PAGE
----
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Article
Publication date: 13 November 2017

Danica Bakotic and Ante Krnic

The purpose of this paper is to empirically investigate and clarify the relationship between business process improvement and employees’ behavior. More precisely, the…

Abstract

Purpose

The purpose of this paper is to empirically investigate and clarify the relationship between business process improvement and employees’ behavior. More precisely, the purpose is to test whether a business process improvement initiative has a positive impact on performance and employees’ behavior, namely, motivation, communication and knowledge sharing.

Design/methodology/approach

The empirical research of this paper was conducted in the year 2013 in an ICT company on 52 employees who worked in the company’s R&D Centre. Business process improvement is analyzed in the change of work method for software development. Two projects of software development were observed. The data about the projects were collected by using the company’s documentation. The data about employees’ behavior were collected by a specially designed questionnaire.

Findings

Business process improvement led to better results and overall performance. Furthermore, it was found that business process improvement enhanced three important elements of employees’ behavior. These are motivation, communication and knowledge sharing.

Research limitations/implications

The main limitations of this study are small research sample, focusing on just the way of business process improvement and on only one company. Therefore, the results cannot be generalized and considered as being generally accepted.

Practical implications

The findings of this study could be useful for ICT companies because it shows the benefits of the Kanban method.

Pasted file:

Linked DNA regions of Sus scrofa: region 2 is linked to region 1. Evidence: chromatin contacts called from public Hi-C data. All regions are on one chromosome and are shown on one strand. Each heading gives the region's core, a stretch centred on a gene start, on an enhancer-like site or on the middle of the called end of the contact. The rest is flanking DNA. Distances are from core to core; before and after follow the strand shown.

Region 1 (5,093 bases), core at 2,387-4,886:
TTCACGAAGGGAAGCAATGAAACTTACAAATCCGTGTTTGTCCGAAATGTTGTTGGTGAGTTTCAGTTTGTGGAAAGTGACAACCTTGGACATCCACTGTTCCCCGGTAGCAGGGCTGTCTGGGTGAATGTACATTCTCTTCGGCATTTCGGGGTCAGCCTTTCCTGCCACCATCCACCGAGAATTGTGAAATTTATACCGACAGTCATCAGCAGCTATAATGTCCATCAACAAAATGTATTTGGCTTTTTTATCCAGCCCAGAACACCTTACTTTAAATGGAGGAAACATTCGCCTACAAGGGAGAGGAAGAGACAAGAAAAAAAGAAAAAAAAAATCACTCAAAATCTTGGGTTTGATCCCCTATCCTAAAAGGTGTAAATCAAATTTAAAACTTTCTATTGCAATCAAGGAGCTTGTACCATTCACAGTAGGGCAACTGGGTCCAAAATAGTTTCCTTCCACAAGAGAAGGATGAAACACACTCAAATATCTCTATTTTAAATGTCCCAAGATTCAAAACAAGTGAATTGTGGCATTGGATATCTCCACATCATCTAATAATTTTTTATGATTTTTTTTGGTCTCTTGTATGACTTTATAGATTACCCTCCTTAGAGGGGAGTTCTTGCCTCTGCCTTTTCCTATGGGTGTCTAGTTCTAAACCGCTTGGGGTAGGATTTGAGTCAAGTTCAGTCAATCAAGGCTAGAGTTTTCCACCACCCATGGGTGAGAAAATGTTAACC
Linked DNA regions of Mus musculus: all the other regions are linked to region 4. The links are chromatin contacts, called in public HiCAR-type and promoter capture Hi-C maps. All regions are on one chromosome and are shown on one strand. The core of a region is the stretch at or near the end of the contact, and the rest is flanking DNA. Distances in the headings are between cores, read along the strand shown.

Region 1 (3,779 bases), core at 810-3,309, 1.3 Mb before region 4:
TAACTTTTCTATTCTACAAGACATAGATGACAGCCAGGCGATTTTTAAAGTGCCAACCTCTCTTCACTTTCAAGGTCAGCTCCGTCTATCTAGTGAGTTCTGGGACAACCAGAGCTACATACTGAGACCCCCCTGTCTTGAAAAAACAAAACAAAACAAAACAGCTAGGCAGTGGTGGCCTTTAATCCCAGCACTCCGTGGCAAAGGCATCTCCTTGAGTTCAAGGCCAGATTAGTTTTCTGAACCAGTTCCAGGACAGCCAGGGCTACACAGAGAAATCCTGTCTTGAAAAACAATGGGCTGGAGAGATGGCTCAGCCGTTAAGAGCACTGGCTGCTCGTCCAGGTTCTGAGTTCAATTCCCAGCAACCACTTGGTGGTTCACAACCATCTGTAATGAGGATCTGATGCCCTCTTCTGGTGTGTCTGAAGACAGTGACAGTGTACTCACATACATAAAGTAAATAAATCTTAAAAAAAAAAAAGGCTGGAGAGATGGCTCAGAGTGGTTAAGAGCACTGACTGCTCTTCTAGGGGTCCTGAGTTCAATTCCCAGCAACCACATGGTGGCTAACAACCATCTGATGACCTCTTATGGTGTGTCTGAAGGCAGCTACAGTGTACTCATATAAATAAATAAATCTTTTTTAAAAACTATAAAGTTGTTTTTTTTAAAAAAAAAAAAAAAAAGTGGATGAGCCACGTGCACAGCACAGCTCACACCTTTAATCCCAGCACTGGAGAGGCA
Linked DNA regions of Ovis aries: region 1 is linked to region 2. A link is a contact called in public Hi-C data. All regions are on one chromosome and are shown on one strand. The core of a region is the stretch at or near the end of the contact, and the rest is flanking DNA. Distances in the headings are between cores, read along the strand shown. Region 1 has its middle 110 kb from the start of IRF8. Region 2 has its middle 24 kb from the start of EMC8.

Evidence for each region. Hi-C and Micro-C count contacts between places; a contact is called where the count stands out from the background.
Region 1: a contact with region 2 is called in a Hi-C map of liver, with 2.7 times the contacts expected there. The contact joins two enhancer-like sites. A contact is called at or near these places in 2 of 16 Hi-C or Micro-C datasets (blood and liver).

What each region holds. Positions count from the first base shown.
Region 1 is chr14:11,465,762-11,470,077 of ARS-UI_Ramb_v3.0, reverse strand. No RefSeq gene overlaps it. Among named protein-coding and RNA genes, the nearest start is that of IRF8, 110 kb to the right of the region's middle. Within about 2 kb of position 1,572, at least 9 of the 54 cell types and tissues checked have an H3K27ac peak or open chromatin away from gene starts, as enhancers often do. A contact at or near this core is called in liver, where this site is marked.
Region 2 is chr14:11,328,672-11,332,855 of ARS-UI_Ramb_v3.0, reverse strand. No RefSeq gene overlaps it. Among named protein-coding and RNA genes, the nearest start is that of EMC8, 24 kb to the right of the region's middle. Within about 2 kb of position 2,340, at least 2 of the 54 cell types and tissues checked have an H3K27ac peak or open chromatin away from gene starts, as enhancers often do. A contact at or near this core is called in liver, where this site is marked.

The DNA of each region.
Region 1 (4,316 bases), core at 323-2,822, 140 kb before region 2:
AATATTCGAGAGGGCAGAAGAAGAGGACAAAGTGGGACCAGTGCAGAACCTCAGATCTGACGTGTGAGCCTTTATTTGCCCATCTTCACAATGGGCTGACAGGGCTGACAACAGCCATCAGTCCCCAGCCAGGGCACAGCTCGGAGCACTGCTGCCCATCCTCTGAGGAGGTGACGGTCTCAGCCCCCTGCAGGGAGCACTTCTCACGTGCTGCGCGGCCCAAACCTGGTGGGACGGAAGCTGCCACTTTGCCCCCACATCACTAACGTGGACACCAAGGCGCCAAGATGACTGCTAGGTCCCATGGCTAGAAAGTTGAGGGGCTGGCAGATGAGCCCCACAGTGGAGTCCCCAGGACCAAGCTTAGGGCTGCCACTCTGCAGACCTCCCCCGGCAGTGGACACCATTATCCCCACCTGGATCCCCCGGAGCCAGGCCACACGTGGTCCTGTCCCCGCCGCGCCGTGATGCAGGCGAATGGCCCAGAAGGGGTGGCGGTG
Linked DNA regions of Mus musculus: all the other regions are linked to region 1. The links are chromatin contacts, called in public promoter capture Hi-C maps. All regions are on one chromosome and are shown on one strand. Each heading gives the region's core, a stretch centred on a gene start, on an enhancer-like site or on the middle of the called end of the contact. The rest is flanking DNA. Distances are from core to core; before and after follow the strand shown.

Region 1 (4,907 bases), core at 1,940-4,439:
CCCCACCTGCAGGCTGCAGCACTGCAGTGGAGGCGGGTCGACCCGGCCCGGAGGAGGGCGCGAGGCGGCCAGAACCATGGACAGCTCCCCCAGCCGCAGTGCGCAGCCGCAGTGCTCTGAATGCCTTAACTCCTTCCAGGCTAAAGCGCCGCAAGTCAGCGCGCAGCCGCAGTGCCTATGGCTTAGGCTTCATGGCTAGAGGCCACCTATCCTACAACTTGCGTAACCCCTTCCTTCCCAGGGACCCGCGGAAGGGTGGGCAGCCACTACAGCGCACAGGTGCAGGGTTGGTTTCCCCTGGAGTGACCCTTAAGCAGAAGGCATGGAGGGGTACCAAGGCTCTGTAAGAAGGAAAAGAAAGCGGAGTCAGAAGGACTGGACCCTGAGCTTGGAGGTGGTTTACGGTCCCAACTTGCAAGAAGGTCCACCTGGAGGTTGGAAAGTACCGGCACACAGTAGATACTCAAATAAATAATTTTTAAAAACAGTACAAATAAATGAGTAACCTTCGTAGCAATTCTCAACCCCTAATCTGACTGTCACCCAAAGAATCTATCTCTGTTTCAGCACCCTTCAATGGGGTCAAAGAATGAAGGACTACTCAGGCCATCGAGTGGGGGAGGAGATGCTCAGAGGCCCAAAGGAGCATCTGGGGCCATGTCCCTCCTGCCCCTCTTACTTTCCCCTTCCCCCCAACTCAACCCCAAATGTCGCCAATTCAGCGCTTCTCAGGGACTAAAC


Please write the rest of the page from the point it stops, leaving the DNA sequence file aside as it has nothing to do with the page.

Originality/value

The major contribution of this study is to prove the positive impact of business process improvement initiatives on overall performance and on the special elements of employees’ behavior. This cognition enhances the existing knowledge on business process improvements.

Details

Journal of Organizational Change Management, vol. 30 no. 7
Type: Research Article
ISSN: 0953-4814

Keywords

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Article
Publication date: 1 June 1995

Business process re‐engineering (BPR) is certainly one of the latest buzzwords and is the subject of great interest and also great controversy. Organizations need to shake…

Abstract

Business process re‐engineering (BPR) is certainly one of the latest buzzwords and is the subject of great interest and also great controversy. Organizations need to shake themselves out of complacency to close competitive gaps and achieve superior performance standards ‐ the reason why many have embarked on huge BPR projects. In view of the high risks associated with radical change, there are, however, many problems associated with BPR. For some BPR is going off the rails before it is properly understood, and many BPR exercises are not delivering the goods. Sometimes, organizations are expecting “quick fixes”, thus displaying their lack of understanding of a complex system. It is unreasonable to expect quick results when so much change is involved, especially when these business processes involve not only machines, but also people. Many believe, such as Mumford, that the management of change is the largest task in re‐engineering. Many people perceive re‐engineering as a threat to both their methods and their jobs. Owing to this recognition, many authors concentrate on the need to take account of the human side of re‐engineering, in particular the management of organizational change.

Details

Work Study, vol. 44 no. 6
Type: Research Article
ISSN: 0043-8022

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Article
Publication date: 19 April 2011

Gregor Zellner

The purpose of this paper is to provide a structured overview of so‐called business process improvement (BPI) approaches and their contribution to the actual act of…

Abstract

Purpose